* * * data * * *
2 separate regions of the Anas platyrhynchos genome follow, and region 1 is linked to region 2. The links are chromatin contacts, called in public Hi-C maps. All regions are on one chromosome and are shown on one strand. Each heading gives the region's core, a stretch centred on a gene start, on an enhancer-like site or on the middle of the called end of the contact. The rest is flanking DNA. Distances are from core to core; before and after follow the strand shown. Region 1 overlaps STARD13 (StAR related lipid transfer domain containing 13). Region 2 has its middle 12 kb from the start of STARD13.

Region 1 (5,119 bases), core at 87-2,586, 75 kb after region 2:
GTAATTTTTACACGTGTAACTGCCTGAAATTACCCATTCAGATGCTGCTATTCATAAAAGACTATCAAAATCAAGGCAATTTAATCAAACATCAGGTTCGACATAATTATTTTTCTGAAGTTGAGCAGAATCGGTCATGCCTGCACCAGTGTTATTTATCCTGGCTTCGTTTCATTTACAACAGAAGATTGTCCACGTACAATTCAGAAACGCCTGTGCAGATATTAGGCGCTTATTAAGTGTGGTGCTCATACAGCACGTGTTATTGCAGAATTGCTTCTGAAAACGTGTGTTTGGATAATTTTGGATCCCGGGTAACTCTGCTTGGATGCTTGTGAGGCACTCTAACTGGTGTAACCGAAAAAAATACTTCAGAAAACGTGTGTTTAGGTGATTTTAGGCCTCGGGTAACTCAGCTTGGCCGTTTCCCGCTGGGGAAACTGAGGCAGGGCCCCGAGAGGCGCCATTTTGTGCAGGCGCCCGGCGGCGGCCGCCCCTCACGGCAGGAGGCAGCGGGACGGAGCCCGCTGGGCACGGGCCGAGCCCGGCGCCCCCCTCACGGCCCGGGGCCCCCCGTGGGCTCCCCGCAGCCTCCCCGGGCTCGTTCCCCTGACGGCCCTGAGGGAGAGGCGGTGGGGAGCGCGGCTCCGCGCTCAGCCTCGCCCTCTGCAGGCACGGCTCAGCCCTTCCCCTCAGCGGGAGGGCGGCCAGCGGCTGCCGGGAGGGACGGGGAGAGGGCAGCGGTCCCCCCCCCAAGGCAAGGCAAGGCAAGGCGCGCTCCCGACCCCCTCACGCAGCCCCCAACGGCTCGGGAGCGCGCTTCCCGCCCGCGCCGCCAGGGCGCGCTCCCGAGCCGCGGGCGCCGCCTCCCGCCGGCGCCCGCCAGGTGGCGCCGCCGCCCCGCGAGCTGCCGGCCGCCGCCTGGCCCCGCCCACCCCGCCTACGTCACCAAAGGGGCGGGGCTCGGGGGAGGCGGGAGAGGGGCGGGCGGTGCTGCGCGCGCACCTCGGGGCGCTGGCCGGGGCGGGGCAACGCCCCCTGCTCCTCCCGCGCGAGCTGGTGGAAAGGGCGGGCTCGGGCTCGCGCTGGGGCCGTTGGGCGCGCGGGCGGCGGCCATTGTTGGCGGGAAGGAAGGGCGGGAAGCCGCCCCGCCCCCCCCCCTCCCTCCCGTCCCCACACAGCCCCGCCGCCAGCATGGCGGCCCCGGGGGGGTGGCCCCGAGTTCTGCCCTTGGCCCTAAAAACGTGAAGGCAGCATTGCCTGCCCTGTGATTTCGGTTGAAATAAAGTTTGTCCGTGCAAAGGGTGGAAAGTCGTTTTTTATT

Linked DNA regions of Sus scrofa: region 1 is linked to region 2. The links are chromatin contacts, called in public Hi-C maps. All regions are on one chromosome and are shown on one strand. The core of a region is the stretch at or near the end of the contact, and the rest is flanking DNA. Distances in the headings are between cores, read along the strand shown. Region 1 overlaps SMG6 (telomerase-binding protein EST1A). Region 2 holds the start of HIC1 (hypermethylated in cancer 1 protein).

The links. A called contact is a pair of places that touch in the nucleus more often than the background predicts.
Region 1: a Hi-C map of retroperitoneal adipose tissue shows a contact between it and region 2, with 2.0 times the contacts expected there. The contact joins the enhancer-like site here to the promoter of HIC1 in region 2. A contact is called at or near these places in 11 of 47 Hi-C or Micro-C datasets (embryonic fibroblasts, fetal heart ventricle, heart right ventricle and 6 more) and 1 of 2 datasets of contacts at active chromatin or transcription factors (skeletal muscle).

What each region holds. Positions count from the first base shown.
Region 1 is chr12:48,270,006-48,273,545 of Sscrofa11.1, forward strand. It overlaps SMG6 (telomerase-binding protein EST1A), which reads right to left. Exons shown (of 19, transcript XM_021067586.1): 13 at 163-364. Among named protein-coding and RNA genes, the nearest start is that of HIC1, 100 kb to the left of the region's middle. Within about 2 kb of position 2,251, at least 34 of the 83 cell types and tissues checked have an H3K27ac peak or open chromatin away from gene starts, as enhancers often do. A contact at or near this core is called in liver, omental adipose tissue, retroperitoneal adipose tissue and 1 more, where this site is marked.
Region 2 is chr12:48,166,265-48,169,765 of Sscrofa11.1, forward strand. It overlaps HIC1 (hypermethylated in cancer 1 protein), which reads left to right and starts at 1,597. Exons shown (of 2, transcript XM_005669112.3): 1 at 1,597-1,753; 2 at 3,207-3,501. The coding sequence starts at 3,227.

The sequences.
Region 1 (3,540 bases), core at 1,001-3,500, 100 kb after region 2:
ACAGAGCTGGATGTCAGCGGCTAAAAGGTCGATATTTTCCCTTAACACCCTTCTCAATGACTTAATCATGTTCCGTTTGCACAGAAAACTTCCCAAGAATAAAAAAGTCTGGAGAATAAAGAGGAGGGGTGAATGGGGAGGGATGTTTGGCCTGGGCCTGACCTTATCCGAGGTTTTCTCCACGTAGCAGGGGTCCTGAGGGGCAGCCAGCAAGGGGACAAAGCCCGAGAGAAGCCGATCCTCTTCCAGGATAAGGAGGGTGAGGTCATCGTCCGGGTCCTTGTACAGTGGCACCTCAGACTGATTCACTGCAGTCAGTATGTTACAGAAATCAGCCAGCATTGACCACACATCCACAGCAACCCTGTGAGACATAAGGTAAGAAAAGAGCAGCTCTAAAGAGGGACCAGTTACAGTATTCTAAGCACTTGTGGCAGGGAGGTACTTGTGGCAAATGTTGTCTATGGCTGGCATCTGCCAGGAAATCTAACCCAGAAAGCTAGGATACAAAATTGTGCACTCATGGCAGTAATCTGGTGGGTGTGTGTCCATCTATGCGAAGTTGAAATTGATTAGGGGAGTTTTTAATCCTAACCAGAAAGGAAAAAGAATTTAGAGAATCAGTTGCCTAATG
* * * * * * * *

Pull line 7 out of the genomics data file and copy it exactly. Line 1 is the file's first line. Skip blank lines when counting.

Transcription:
What each region holds. Positions count from the first base shown.